Evading Trade Sanctions in North Korea
It’s Happening—But There’s Also a Silver Lining
Research being conducted at two august academic institutions in the Boston area is shedding light on how North Korean companies are evanding United States sanctions.
Not if—but how.
It’s almost a foregone conclusion that the object of sanctions will attempt to evade them in a cat-and-mouse game between the sanctions imposer and the intended targets.
The data collected in the course of the research at the Massachusetts Institute of Technology and Harvard University was gathered by interviewing former employees of North Korean state trading companies who have since defected. Interim results of the research were presented earlier this month at the Brookings Institution in Washington.
In the case of North Korea, sanctions evasion involves ingeneous schemes that primarily involve sympathetic parties in China. North Korean operatives are embedded in Chinese companies to learn markets and take advantage of Chinese manufacturing capabilities and logistics infrastructures. The timing of payments are made in such away as to evade detection. Goods are transited through the port of Hong Kong and shady monetary maneuvers are centered in Singapore.
As with any international policy, unintended consequences emerge, and, in the case of North Korea sanctions, not all of them are necessarily bad.
Sanctions regimes can have multiple pruposes, noted Jim Walsh, a research associate at the Center for International Studies at MIT, and a principal researcher on the project. “This study is narrowly focused,” he said. “It is focused solely on sanctions for the purpose of denying weapons technology and materials to North Korea. We do not go into these other areas of coercion or regime change.”
Innovation is the key to the success of North Korean state trading companies’ respose to sanction, according to John Park, a faculty affiliate at Harvard, and Walsh’s partner in the research. “The story is one of normalcy,” he said.
The North Korean traders partner up with the most capable Chinese middlemen. And they attract the best and the brightest by paying top dollar for their services to compensate them for the risks they are undertaking.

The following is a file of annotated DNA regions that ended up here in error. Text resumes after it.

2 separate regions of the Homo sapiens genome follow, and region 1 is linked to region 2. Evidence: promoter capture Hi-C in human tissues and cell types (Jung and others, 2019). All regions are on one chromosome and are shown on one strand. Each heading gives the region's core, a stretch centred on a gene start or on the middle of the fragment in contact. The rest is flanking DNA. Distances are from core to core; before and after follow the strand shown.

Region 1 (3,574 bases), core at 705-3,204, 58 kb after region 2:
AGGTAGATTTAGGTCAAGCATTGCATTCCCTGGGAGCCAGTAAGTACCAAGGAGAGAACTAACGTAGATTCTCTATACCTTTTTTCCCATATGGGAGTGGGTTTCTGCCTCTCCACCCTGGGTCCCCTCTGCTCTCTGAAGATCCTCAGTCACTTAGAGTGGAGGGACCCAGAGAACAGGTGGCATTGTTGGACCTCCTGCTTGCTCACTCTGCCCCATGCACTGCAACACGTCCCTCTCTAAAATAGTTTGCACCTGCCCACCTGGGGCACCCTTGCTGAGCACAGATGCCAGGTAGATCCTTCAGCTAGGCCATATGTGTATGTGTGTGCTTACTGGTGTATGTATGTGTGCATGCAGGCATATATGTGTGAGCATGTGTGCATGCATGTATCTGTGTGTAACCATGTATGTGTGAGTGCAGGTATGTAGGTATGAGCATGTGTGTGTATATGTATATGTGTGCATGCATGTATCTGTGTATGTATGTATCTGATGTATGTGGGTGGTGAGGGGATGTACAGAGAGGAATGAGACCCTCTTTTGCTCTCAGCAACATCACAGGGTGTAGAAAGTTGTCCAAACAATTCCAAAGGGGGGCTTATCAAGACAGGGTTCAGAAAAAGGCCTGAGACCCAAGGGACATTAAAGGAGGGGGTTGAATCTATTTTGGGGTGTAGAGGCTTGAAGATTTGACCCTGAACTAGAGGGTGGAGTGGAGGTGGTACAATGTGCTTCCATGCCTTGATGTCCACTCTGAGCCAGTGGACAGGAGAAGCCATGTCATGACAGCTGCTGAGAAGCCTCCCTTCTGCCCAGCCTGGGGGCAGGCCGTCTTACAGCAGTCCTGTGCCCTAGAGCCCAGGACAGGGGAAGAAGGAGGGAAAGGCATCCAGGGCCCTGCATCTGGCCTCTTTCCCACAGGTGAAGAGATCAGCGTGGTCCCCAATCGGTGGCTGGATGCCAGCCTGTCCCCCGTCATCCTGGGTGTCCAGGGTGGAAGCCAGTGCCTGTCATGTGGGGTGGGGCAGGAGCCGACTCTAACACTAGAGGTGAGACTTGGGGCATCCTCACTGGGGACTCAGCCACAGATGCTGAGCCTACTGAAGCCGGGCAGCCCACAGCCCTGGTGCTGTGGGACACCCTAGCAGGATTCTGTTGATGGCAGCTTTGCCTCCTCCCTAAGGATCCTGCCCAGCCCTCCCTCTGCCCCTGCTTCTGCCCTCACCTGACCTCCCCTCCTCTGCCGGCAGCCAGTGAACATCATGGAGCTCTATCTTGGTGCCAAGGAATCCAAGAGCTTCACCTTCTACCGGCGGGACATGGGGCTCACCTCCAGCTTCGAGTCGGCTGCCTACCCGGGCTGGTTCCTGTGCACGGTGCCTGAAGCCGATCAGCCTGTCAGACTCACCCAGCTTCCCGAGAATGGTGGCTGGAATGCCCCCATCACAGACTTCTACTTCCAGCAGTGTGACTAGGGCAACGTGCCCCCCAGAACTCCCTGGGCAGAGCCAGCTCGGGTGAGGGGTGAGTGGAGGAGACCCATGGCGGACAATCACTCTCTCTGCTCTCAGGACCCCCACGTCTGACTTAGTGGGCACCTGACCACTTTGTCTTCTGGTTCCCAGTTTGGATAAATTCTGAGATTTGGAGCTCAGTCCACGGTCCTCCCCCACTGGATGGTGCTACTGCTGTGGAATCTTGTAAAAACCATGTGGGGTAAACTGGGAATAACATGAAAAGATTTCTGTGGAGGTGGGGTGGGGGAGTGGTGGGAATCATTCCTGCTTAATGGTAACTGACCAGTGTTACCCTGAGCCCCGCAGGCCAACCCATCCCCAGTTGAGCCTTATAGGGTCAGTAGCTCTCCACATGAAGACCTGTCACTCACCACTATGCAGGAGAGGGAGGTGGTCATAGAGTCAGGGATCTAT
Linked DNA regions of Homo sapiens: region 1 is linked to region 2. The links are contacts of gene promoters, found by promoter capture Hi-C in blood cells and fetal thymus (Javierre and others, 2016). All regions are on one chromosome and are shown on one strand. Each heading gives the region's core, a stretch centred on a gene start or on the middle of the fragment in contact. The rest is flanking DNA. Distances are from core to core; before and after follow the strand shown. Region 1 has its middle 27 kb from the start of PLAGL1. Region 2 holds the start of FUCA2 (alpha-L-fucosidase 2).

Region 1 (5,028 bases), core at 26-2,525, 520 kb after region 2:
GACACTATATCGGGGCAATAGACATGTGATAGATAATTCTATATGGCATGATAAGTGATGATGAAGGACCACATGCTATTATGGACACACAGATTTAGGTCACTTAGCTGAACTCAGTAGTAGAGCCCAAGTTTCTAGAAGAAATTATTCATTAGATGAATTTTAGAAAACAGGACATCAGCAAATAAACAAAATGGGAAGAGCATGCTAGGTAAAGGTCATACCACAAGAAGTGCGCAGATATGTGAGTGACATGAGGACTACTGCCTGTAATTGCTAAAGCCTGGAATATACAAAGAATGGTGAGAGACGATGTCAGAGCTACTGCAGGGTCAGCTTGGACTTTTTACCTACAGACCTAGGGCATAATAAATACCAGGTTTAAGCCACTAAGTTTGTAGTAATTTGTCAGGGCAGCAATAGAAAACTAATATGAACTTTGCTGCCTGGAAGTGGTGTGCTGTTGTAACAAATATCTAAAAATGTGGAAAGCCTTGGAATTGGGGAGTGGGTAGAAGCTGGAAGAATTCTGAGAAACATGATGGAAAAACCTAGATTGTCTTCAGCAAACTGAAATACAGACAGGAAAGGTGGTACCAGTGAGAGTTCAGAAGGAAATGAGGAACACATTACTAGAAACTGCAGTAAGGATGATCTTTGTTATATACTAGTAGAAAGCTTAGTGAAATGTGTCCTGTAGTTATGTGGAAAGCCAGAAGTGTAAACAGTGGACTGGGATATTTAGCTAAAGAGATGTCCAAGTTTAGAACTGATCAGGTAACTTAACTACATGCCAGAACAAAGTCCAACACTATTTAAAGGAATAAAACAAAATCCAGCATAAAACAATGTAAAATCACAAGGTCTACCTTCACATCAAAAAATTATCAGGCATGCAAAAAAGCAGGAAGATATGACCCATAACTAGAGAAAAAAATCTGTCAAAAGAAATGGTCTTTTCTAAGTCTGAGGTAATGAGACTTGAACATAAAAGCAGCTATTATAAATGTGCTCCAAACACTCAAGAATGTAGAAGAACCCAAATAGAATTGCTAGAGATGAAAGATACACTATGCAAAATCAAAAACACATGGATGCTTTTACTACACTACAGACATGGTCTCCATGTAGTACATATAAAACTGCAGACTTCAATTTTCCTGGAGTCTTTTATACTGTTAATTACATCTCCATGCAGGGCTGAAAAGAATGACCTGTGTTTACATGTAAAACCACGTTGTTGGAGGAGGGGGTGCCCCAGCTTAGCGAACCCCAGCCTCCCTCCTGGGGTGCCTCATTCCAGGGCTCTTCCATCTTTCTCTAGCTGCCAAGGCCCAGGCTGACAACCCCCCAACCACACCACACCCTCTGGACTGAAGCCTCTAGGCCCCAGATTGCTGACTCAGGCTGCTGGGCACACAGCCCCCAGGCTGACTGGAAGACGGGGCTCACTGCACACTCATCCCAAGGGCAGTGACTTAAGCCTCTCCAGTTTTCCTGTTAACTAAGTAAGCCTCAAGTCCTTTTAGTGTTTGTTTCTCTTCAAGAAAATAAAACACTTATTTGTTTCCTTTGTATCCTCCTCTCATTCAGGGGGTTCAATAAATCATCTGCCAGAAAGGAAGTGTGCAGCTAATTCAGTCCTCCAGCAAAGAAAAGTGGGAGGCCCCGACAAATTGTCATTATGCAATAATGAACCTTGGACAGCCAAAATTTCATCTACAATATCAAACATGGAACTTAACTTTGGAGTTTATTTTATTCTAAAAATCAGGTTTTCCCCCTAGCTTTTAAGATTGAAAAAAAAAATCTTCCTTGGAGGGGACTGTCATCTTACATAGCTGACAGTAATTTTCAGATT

Often, the North Korean scheme involves setting up private companies within China to conduct business. “With this,” Park added, “we are seeing the outsourcing of logistics by the private Chinese company to other Chinese companies, financing other elements of doing a transaction on behalf of the North Korean client. It’s much more sophisticated than in the past.”
Structuring payments for transactions is done to reduce the risk of detection. “You see the bulk payments of a particular transaction by the North Korean partner at the end of a transaction,” said Park. “Cash on delivery at the end lowers the risk of detection.”
In the case of moving goods, Hong Kong is the logical choice because the huge volume of traffic that moves through that port allows the North Koreans to hide in plain sight.
The cash is funelled through Singapore, which is replacing Switzerland as the money management capital of the world. “A lot of it has to do with U.S. governmental efforts to crack down on numbered accounts that were a big part of illicit finance,” said Park. “A lot of that activity has migrated to Singapore.”
There is also some good news to report on the North Korea sanctions front. One is that there are only a small number of North Korean companies individuals involved in this type of sanctions-evading activity.
Another is that trade compliance has reached an elevated status among some Chinese companies. “These are the firms that want to do business in New York, they want to do business in Geneva and Zurich,” said Walsh. “Imposing sanctions created a market for compliance. CEOs are getting on the phone and saying we need a compliance department. We need to hire compliance officers. There is a whole cottage industry…that has built up in China on the part of firms that don’t want to get their hands dirty inadvertently, and therefore forfeit the opportunities for doing business internationally.”
Another potentially positive outcome of sanctions evasion is that there is a growing number of North Koreans who are becoming familiar with international markets. “Let’s say there is a transition in North Korea at some point,” said Walsh. “It would be great to have some technocrats who really knew how markets worked.”
The downside, of course, is that they are now using their skills to help North Korean weapons programs. And, of course, sanctions evasions promote a culture of corruption.
In the meantime, the cat-and-mouse game will continue. “Sanctions are an iterative game,” said Walsh. The enemy gets a vote. They are going to try to get around whatever you come up with. We have a tendency to repeat the same thing over and over again, whereas they are innovating in the face of what we do and getting around it.
“If we are going to have some success,” Walsh concluded, “we need to innovate as well and to think about it differently than we do today.”
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